The Charity Cases Cycling Team began with the purpose of bringing cyclists together to raise funds and awareness for charitable causes that each individual on the team felt passionate about. For me, it was the American Lung Association. For Rob Holdford, it is the Alzheimers Association, and for Bill Burnette, it is the Wounded Warrior Project. Please check out our original ride, post, and VLOG.
The Tour de Nebraska marked several firsts for me and others as we rode 250 miles across Nebraska. Allow me to backtrack for a moment! A few of us decided to register for the Tour de Nebraska. Myself, Rob Holdford and Bill Burnette. While Bill and myself are no strangers to organized rides, Rob was new to cycling.
We started training and everything was on track for the ride June, 21st through June 25th. However, during training, my mother passed away from emphysema. I’ve lost many due to cigarette smoking including my father, both my father-in-law and mother-in-law as well as others. I began exploring the possibility of dedicating the ride to my mother and raising money for the American Lung Association. Certainly a first for me!
When I spoke with Rob and Bill, they were very supportive and wanted to raise money for causes that were very personal to them, the Alzheimers Association and the Wounded Warrior Project. Rob’s mother, suffering from dementia, is in a nursing facility near his home in Little Rock, AR, and Bill retired from the Air Force, a true patriot who served our country for decades.
We decided to call our team the Charity Cases and document our progress. Yet another first! We agreed to VLOG our experience and share our videos on our respective social channels. With over 20 years in marketing and video production, I was always behind the scenes managing, directing, shooting, and/or producing hundreds of videos. However, I was never in front of the camera! Another scary first! My advice –
Be bold, take a risk and make a difference!
It’s been several weeks since completing BRAN, and I’ve needed this time to process the experience. The ride was book-ended with less than ideal conditions that left me wondering if I would ever do this again.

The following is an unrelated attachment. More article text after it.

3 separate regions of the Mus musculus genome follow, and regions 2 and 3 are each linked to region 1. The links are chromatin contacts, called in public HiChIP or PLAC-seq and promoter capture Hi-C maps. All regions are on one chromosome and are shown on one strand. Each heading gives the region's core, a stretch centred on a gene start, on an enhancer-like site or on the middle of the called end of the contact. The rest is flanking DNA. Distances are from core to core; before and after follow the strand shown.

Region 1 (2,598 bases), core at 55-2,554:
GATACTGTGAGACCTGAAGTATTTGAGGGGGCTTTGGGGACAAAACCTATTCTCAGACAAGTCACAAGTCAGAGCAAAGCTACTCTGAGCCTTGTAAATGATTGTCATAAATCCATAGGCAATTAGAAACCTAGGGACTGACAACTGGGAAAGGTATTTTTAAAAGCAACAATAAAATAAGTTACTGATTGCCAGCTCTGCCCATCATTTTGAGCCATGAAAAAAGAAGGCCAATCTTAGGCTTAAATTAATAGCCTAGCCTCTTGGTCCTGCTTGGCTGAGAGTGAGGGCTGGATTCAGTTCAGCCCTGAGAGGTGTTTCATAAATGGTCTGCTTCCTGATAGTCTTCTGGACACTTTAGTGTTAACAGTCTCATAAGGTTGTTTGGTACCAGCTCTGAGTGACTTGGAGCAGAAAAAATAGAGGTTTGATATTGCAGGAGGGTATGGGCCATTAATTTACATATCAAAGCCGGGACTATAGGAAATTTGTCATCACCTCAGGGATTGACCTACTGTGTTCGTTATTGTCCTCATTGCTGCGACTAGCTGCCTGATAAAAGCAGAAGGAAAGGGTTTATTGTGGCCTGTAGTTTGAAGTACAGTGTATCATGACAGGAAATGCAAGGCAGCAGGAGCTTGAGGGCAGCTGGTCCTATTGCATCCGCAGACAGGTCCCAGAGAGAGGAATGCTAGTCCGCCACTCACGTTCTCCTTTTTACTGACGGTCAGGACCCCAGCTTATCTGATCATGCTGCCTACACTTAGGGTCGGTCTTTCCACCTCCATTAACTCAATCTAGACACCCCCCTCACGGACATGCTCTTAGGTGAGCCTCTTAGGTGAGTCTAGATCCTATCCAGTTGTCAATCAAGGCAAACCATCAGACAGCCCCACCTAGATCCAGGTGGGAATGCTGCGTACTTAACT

Day one was just awful! The high temperature was 45 degrees and it rained, sleeted and hailed on us the entire 70 miles. Not a lot of cover in the Sandhills of western Nebraska. The last day we had a steady 30MPH head wind for most of the 57 miles. I just wanted to get off the bike and go home. No sense of accomplishment or enjoyment at the finish line.
It took a few weeks, but I realized that the experience was all mine!
From a training perspective, I put more than enough time in the saddle preparing for BRAN. About 1,200 miles in before the event, and my weight was right where I wanted it. In fact, my weight was exactly the same at the end of the ride. This meant that my nutrition and calorie intake were right on. Some riders will not be prepared for the miles, get overly tired and then compound their problem by not eating. Game Over!
Here’s where I went wrong… In the months leading up to BRAN, if I went outside and it was 45 degrees and raining, I simply went inside, put the bike on the trainer and put in the miles. When you’re in a ride like BRAN, you just go! There’s a schedule to keep and it’s a one-way trip. I had the wrong gear and never trained in poor conditions before.
Now with lessons learned, I’m very anxious to do this again. The people in the towns that hosted us were simply amazing. They opened their schools, homes, businesses and hearts to the riders and staff of BRAN. If you’re on the fence about taking on a ride like BRAN, my advice… GO!
Note to self: Have the right gear and train in all types of weather.